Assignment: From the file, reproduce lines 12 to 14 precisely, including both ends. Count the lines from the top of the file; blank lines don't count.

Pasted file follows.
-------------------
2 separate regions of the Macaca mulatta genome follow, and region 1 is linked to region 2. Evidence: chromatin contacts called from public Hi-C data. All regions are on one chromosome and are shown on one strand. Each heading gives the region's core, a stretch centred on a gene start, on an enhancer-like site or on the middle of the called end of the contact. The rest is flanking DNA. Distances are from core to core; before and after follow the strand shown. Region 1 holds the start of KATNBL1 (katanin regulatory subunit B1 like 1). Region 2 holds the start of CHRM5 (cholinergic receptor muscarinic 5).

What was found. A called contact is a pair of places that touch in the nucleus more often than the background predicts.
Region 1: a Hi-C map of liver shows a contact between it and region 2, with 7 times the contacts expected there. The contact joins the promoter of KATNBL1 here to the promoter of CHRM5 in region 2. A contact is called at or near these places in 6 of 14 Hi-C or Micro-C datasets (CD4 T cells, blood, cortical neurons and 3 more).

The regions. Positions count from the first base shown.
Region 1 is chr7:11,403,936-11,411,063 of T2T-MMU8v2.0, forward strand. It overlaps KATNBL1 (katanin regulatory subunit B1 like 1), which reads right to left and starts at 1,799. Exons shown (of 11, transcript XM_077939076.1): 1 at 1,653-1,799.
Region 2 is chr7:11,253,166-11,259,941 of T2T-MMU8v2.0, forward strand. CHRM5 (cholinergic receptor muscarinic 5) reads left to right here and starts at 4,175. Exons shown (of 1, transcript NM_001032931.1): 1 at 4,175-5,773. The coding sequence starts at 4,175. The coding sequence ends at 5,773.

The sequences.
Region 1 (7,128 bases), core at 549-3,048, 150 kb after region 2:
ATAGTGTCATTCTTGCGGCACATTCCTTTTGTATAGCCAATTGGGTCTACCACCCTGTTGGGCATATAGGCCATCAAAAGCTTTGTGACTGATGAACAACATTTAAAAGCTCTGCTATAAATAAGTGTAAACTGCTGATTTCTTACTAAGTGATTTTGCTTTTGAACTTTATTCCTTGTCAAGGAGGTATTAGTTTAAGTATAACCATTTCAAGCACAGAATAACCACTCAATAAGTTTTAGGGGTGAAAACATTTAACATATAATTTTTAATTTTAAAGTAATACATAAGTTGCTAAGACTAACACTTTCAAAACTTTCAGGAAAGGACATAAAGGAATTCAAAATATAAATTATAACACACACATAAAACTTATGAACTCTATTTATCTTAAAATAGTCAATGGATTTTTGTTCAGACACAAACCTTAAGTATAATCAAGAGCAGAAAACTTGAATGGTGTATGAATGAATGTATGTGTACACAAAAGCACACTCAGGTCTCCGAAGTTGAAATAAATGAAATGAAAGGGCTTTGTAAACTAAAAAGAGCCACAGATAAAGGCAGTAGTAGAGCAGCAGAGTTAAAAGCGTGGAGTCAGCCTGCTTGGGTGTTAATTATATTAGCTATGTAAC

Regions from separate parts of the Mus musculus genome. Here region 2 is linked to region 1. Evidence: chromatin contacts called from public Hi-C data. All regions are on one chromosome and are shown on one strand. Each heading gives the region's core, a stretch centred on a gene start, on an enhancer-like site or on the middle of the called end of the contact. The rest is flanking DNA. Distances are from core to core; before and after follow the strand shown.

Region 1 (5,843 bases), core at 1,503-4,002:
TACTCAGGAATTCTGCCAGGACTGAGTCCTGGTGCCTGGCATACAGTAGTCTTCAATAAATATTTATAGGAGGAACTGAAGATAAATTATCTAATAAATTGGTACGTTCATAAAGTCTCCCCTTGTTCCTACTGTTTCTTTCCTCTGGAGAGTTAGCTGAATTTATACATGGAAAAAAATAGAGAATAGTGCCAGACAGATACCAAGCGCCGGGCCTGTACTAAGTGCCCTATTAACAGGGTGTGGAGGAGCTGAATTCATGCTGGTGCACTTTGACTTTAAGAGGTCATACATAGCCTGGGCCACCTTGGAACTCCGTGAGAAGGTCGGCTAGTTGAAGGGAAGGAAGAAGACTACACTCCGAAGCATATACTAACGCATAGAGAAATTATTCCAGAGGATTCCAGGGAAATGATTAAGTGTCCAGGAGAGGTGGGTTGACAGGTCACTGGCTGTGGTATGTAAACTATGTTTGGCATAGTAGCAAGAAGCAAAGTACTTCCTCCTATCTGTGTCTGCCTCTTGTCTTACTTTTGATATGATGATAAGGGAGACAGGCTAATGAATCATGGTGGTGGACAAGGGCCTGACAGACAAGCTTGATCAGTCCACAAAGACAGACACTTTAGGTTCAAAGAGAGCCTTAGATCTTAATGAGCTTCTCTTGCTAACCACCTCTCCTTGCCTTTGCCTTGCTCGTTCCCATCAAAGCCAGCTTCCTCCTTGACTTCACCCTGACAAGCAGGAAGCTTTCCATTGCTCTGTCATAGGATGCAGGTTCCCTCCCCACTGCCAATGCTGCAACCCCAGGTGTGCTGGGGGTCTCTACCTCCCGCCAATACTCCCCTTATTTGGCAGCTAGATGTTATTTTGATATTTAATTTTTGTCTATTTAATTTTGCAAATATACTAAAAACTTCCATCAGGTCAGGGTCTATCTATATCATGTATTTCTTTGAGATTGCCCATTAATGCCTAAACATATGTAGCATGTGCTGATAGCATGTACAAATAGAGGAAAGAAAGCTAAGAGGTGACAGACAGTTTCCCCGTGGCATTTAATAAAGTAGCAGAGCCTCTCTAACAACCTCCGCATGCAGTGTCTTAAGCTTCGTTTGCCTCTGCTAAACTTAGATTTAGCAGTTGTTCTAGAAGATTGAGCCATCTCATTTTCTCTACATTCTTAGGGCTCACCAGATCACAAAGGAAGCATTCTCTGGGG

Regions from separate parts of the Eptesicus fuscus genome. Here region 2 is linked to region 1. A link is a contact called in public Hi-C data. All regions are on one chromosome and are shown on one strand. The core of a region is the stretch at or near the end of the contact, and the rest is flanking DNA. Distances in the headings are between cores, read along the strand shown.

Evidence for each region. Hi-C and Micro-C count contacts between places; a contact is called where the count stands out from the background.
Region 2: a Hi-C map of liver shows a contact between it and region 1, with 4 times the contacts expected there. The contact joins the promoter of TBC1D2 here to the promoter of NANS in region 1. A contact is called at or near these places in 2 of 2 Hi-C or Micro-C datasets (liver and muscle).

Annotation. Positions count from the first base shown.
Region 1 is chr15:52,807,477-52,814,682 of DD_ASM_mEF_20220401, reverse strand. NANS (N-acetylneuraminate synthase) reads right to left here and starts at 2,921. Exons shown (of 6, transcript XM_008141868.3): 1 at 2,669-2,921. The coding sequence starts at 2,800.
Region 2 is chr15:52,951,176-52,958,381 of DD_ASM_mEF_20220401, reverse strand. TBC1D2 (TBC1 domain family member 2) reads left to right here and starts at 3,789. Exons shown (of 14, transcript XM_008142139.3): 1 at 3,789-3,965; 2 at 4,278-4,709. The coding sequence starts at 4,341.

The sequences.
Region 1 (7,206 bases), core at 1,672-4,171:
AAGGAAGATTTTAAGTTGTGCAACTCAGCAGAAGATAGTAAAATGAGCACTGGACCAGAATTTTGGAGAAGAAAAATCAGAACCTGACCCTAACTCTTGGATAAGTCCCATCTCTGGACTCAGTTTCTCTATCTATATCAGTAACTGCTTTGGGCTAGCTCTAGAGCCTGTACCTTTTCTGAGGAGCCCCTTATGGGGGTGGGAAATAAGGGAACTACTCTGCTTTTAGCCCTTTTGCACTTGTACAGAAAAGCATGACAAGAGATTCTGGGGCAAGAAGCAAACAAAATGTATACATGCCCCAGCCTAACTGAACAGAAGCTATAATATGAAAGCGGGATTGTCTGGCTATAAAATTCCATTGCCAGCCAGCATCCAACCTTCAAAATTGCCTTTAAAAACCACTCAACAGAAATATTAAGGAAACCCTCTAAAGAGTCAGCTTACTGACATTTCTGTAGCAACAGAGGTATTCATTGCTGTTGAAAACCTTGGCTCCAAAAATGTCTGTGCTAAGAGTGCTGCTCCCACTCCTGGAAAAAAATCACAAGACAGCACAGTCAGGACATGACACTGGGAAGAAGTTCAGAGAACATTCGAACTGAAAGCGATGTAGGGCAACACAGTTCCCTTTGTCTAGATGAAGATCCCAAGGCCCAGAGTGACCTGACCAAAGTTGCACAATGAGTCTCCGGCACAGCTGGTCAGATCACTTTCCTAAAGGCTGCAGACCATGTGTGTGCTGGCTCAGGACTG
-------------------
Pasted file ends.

TACTCAGGAATTCTGCCAGGACTGAGTCCTGGTGCCTGGCATACAGTAGTCTTCAATAAATATTTATAGGAGGAACTGAAGATAAATTATCTAATAAATTGGTACGTTCATAAAGTCTCCCCTTGTTCCTACTGTTTCTTTCCTCTGGAGAGTTAGCTGAATTTATACATGGAAAAAAATAGAGAATAGTGCCAGACAGATACCAAGCGCCGGGCCTGTACTAAGTGCCCTATTAACAGGGTGTGGAGGAGCTGAATTCATGCTGGTGCACTTTGACTTTAAGAGGTCATACATAGCCTGGGCCACCTTGGAACTCCGTGAGAAGGTCGGCTAGTTGAAGGGAAGGAAGAAGACTACACTCCGAAGCATATACTAACGCATAGAGAAATTATTCCAGAGGATTCCAGGGAAATGATTAAGTGTCCAGGAGAGGTGGGTTGACAGGTCACTGGCTGTGGTATGTAAACTATGTTTGGCATAGTAGCAAGAAGCAAAGTACTTCCTCCTATCTGTGTCTGCCTCTTGTCTTACTTTTGATATGATGATAAGGGAGACAGGCTAATGAATCATGGTGGTGGACAAGGGCCTGACAGACAAGCTTGATCAGTCCACAAAGACAGACACTTTAGGTTCAAAGAGAGCCTTAGATCTTAATGAGCTTCTCTTGCTAACCACCTCTCCTTGCCTTTGCCTTGCTCGTTCCCATCAAAGCCAGCTTCCTCCTTGACTTCACCCTGACAAGCAGGAAGCTTTCCATTGCTCTGTCATAGGATGCAGGTTCCCTCCCCACTGCCAATGCTGCAACCCCAGGTGTGCTGGGGGTCTCTACCTCCCGCCAATACTCCCCTTATTTGGCAGCTAGATGTTATTTTGATATTTAATTTTTGTCTATTTAATTTTGCAAATATACTAAAAACTTCCATCAGGTCAGGGTCTATCTATATCATGTATTTCTTTGAGATTGCCCATTAATGCCTAAACATATGTAGCATGTGCTGATAGCATGTACAAATAGAGGAAAGAAAGCTAAGAGGTGACAGACAGTTTCCCCGTGGCATTTAATAAAGTAGCAGAGCCTCTCTAACAACCTCCGCATGCAGTGTCTTAAGCTTCGTTTGCCTCTGCTAAACTTAGATTTAGCAGTTGTTCTAGAAGATTGAGCCATCTCATTTTCTCTACATTCTTAGGGCTCACCAGATCACAAAGGAAGCATTCTCTGGGG

Regions from separate parts of the Eptesicus fuscus genome. Here region 2 is linked to region 1. A link is a contact called in public Hi-C data. All regions are on one chromosome and are shown on one strand. The core of a region is the stretch at or near the end of the contact, and the rest is flanking DNA. Distances in the headings are between cores, read along the strand shown.

Evidence for each region. Hi-C and Micro-C count contacts between places; a contact is called where the count stands out from the background.